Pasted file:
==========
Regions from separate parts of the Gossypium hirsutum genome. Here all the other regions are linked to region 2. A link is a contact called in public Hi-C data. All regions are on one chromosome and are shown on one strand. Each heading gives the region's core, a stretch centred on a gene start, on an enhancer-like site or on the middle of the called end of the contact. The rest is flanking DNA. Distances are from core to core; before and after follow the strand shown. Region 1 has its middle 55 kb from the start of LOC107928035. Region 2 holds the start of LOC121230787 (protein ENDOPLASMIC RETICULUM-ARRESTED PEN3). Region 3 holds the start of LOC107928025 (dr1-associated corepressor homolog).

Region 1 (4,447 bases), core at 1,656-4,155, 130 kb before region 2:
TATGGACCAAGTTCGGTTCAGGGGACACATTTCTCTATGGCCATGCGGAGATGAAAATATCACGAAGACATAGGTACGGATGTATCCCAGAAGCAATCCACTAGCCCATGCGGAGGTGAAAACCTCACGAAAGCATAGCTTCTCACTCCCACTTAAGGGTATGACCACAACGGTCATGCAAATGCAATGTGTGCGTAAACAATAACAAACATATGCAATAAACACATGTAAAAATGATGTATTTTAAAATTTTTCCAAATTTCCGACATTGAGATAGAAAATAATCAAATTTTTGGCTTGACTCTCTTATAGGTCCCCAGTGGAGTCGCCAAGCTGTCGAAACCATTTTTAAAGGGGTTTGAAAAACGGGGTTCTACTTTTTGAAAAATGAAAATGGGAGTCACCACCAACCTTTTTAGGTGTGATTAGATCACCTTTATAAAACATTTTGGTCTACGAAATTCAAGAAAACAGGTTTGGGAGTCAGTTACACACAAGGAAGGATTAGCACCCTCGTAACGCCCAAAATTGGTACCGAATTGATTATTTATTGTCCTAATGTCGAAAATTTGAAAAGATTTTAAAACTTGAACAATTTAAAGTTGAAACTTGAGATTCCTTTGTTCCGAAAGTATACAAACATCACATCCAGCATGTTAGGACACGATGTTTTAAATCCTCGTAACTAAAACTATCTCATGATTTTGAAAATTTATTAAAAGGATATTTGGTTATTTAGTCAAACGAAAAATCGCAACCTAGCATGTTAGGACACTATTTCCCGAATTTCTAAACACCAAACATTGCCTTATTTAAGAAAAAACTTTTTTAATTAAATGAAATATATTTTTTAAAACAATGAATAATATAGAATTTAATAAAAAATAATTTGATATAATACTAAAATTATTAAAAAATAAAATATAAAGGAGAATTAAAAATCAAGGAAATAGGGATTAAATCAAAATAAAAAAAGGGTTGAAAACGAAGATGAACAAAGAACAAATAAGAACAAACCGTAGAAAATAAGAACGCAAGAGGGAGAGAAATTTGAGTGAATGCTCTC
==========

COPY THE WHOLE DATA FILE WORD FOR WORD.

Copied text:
Regions from separate parts of the Gossypium hirsutum genome. Here all the other regions are linked to region 2. A link is a contact called in public Hi-C data. All regions are on one chromosome and are shown on one strand. Each heading gives the region's core, a stretch centred on a gene start, on an enhancer-like site or on the middle of the called end of the contact. The rest is flanking DNA. Distances are from core to core; before and after follow the strand shown. Region 1 has its middle 55 kb from the start of LOC107928035. Region 2 holds the start of LOC121230787 (protein ENDOPLASMIC RETICULUM-ARRESTED PEN3). Region 3 holds the start of LOC107928025 (dr1-associated corepressor homolog).

Region 1 (4,447 bases), core at 1,656-4,155, 130 kb before region 2:
TATGGACCAAGTTCGGTTCAGGGGACACATTTCTCTATGGCCATGCGGAGATGAAAATATCACGAAGACATAGGTACGGATGTATCCCAGAAGCAATCCACTAGCCCATGCGGAGGTGAAAACCTCACGAAAGCATAGCTTCTCACTCCCACTTAAGGGTATGACCACAACGGTCATGCAAATGCAATGTGTGCGTAAACAATAACAAACATATGCAATAAACACATGTAAAAATGATGTATTTTAAAATTTTTCCAAATTTCCGACATTGAGATAGAAAATAATCAAATTTTTGGCTTGACTCTCTTATAGGTCCCCAGTGGAGTCGCCAAGCTGTCGAAACCATTTTTAAAGGGGTTTGAAAAACGGGGTTCTACTTTTTGAAAAATGAAAATGGGAGTCACCACCAACCTTTTTAGGTGTGATTAGATCACCTTTATAAAACATTTTGGTCTACGAAATTCAAGAAAACAGGTTTGGGAGTCAGTTACACACAAGGAAGGATTAGCACCCTCGTAACGCCCAAAATTGGTACCGAATTGATTATTTATTGTCCTAATGTCGAAAATTTGAAAAGATTTTAAAACTTGAACAATTTAAAGTTGAAACTTGAGATTCCTTTGTTCCGAAAGTATACAAACATCACATCCAGCATGTTAGGACACGATGTTTTAAATCCTCGTAACTAAAACTATCTCATGATTTTGAAAATTTATTAAAAGGATATTTGGTTATTTAGTCAAACGAAAAATCGCAACCTAGCATGTTAGGACACTATTTCCCGAATTTCTAAACACCAAACATTGCCTTATTTAAGAAAAAACTTTTTTAATTAAATGAAATATATTTTTTAAAACAATGAATAATATAGAATTTAATAAAAAATAATTTGATATAATACTAAAATTATTAAAAAATAAAATATAAAGGAGAATTAAAAATCAAGGAAATAGGGATTAAATCAAAATAAAAAAAGGGTTGAAAACGAAGATGAACAAAGAACAAATAAGAACAAACCGTAGAAAATAAGAACGCAAGAGGGAGAGAAATTTGAGTGAATGCTCTC